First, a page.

Creativity Devotional – Painful Rest?

Beautiful snowy day.

Creative work makes me happy, but the subsequent pauses for the rest are all the more painful, for then one begins to think things over.

~ Hugo Wolf, composer

Thoughts:

Each time I read the quote above I seem to get a little different meaning. At first I thought that this quote would hit close to home with many artists. After looking at the quote several more times and giving it thought, I am not so sure.

Being creative gives great joy. Not being creative causes pain. Is that what Wolf was trying to say or am I simplifiying it too much?

We all need to pause to rest. Even God rested after creating the world. Rest rejuvenates the spirit. Is being at rest considered painful by Wolf because he then has time to think about what he has created and he begins to doubt himself and his work? Or is rest painful because it hurts to not create? 

I know that when I am not able to create, I get a little out of sorts. I become irritable and grouchy. It isn’t that I’m feeling pain, but I do get anxious. I yearn to be in my art room. I begin to resent obligations that don’t allow me time to create. I end up with a million ideas running through my mind that I want to act on. Too many ideas.

Is that what Wolf was talking about? I would love to hear your ideas on this subject. Comments are loved here!  Spam is not.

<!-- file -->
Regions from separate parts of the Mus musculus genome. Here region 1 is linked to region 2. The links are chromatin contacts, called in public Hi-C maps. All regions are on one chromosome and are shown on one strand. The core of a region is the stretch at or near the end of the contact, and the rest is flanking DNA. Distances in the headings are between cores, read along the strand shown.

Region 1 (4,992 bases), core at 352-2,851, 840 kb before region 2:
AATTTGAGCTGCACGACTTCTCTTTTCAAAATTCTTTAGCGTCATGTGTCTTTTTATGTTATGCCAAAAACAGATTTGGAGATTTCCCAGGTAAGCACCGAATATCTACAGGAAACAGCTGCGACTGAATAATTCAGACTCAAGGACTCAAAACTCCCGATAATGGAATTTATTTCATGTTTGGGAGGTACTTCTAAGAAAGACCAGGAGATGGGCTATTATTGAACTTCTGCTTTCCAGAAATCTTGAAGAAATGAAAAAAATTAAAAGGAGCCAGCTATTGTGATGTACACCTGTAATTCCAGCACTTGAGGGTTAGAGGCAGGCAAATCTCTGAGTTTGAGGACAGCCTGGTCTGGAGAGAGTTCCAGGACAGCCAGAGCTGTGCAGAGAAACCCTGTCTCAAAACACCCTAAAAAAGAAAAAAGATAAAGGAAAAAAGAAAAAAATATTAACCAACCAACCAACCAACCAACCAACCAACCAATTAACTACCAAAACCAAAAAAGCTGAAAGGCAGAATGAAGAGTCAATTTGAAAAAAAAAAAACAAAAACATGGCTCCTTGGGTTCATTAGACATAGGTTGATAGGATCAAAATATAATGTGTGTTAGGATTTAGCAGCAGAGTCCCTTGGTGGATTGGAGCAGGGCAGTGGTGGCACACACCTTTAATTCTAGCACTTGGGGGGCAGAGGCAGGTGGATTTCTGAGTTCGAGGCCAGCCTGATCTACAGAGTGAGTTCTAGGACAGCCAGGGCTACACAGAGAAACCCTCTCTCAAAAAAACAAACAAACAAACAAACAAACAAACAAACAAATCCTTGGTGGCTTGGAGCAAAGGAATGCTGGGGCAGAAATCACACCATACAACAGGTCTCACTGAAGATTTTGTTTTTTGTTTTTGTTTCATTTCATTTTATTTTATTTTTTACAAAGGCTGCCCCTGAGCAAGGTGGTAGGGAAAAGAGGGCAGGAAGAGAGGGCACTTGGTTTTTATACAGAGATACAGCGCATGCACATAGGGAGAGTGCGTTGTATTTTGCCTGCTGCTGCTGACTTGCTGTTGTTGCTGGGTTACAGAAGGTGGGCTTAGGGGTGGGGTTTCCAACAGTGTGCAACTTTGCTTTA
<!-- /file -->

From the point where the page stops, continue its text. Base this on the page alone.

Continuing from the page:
Prayer:

Lord,

Thank you for the ability to create. Thank you for drive, desire, thoughts, and ideas. Thank you for beauty in the world that inspires us to create. Please allow us to have the time to create and the time to rest. Allow us to be at peace when we are doing either. Thy will be done in all things.

In Christ’s Name,

Amen

 

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3 Responses to Creativity Devotional – Painful Rest?

  1. Pingback: Creativity Solutions » Creativity Devotional – Painful Rest?

  2. David Kline says:

    The happier one is when creating, the more “painful” it is when not creating. Higher highs create lower lows. I think your interpretation is right on. I’m not sure what he meant by “think things over.” That’s probably a good thing, because we can interpret it however we choose. My guess is that when we are not creating, we tend to be second guessing that which we have created. Perhaps God has done the same thing a few times. 🙂

  3. David,

    Sometimes we just need to let our art “be”. It is hard to do that. Thank you for your insight.
    ~Terry

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